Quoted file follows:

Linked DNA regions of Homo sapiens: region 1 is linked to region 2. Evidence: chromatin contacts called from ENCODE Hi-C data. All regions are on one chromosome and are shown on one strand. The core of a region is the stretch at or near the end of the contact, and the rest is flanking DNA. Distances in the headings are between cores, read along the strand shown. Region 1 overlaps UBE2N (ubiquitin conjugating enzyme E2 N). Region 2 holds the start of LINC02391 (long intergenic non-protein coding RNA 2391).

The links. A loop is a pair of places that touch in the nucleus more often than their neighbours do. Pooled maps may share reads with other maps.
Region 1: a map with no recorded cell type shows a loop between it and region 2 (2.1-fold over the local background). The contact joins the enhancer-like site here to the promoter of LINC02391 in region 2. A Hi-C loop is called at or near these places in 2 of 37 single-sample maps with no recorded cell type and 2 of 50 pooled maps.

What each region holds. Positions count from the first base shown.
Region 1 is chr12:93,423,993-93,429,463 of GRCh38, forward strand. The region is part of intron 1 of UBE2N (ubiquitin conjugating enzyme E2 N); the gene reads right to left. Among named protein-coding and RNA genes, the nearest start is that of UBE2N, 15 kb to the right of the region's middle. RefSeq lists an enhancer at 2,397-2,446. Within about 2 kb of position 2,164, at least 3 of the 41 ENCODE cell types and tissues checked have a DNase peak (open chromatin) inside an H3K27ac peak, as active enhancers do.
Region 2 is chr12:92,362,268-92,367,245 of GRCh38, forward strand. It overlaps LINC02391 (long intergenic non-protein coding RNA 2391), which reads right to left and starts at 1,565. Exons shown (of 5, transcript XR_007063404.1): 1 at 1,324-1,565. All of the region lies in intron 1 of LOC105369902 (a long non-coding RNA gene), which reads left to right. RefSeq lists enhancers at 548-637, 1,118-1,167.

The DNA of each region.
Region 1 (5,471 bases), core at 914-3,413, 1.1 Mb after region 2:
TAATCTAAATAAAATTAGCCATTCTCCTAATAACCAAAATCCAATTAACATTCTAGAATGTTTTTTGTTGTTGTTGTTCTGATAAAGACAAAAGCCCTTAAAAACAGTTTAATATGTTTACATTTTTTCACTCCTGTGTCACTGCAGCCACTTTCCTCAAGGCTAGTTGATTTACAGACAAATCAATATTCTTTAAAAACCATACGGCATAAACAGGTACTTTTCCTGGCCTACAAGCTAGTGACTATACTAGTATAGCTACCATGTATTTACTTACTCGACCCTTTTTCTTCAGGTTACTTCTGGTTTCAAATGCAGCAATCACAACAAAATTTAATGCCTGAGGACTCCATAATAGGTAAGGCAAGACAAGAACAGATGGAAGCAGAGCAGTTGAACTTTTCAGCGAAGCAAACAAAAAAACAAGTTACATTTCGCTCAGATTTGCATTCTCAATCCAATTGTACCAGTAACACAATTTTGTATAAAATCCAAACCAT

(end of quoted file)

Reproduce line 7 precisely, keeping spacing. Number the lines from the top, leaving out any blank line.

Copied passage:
The DNA of each region.